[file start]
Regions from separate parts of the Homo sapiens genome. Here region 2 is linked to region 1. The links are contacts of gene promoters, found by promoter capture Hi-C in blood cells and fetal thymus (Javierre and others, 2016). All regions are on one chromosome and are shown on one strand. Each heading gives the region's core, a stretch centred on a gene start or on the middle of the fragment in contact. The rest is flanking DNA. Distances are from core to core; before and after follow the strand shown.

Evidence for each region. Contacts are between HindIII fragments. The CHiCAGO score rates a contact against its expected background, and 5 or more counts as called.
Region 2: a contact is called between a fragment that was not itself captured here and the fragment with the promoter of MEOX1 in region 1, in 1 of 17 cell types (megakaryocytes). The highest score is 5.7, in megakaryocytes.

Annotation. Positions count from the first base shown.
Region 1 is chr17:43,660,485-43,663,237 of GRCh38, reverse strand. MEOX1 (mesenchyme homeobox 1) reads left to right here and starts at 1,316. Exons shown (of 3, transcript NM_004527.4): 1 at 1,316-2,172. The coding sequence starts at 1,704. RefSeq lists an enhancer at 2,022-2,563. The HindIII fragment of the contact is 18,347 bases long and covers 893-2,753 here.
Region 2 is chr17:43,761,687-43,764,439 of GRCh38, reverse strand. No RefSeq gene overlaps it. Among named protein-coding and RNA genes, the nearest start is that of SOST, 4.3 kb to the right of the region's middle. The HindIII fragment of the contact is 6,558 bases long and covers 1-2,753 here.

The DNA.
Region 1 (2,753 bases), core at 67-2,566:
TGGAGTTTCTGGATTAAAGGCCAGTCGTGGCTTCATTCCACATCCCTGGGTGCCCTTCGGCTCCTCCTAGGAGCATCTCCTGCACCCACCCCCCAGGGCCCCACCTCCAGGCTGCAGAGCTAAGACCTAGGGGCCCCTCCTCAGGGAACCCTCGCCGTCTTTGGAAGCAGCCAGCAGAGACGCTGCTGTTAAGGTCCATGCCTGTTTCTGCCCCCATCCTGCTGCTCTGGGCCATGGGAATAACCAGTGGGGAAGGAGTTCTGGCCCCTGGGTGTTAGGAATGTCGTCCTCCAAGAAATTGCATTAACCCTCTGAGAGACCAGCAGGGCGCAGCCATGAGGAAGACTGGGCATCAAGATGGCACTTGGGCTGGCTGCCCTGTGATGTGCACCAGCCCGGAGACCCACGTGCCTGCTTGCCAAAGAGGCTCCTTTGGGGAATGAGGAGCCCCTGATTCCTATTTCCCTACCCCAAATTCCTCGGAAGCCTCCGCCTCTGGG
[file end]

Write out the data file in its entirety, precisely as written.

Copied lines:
Regions from separate parts of the Homo sapiens genome. Here region 2 is linked to region 1. The links are contacts of gene promoters, found by promoter capture Hi-C in blood cells and fetal thymus (Javierre and others, 2016). All regions are on one chromosome and are shown on one strand. Each heading gives the region's core, a stretch centred on a gene start or on the middle of the fragment in contact. The rest is flanking DNA. Distances are from core to core; before and after follow the strand shown.

Evidence for each region. Contacts are between HindIII fragments. The CHiCAGO score rates a contact against its expected background, and 5 or more counts as called.
Region 2: a contact is called between a fragment that was not itself captured here and the fragment with the promoter of MEOX1 in region 1, in 1 of 17 cell types (megakaryocytes). The highest score is 5.7, in megakaryocytes.

Annotation. Positions count from the first base shown.
Region 1 is chr17:43,660,485-43,663,237 of GRCh38, reverse strand. MEOX1 (mesenchyme homeobox 1) reads left to right here and starts at 1,316. Exons shown (of 3, transcript NM_004527.4): 1 at 1,316-2,172. The coding sequence starts at 1,704. RefSeq lists an enhancer at 2,022-2,563. The HindIII fragment of the contact is 18,347 bases long and covers 893-2,753 here.
Region 2 is chr17:43,761,687-43,764,439 of GRCh38, reverse strand. No RefSeq gene overlaps it. Among named protein-coding and RNA genes, the nearest start is that of SOST, 4.3 kb to the right of the region's middle. The HindIII fragment of the contact is 6,558 bases long and covers 1-2,753 here.

The DNA.
Region 1 (2,753 bases), core at 67-2,566:
TGGAGTTTCTGGATTAAAGGCCAGTCGTGGCTTCATTCCACATCCCTGGGTGCCCTTCGGCTCCTCCTAGGAGCATCTCCTGCACCCACCCCCCAGGGCCCCACCTCCAGGCTGCAGAGCTAAGACCTAGGGGCCCCTCCTCAGGGAACCCTCGCCGTCTTTGGAAGCAGCCAGCAGAGACGCTGCTGTTAAGGTCCATGCCTGTTTCTGCCCCCATCCTGCTGCTCTGGGCCATGGGAATAACCAGTGGGGAAGGAGTTCTGGCCCCTGGGTGTTAGGAATGTCGTCCTCCAAGAAATTGCATTAACCCTCTGAGAGACCAGCAGGGCGCAGCCATGAGGAAGACTGGGCATCAAGATGGCACTTGGGCTGGCTGCCCTGTGATGTGCACCAGCCCGGAGACCCACGTGCCTGCTTGCCAAAGAGGCTCCTTTGGGGAATGAGGAGCCCCTGATTCCTATTTCCCTACCCCAAATTCCTCGGAAGCCTCCGCCTCTGGG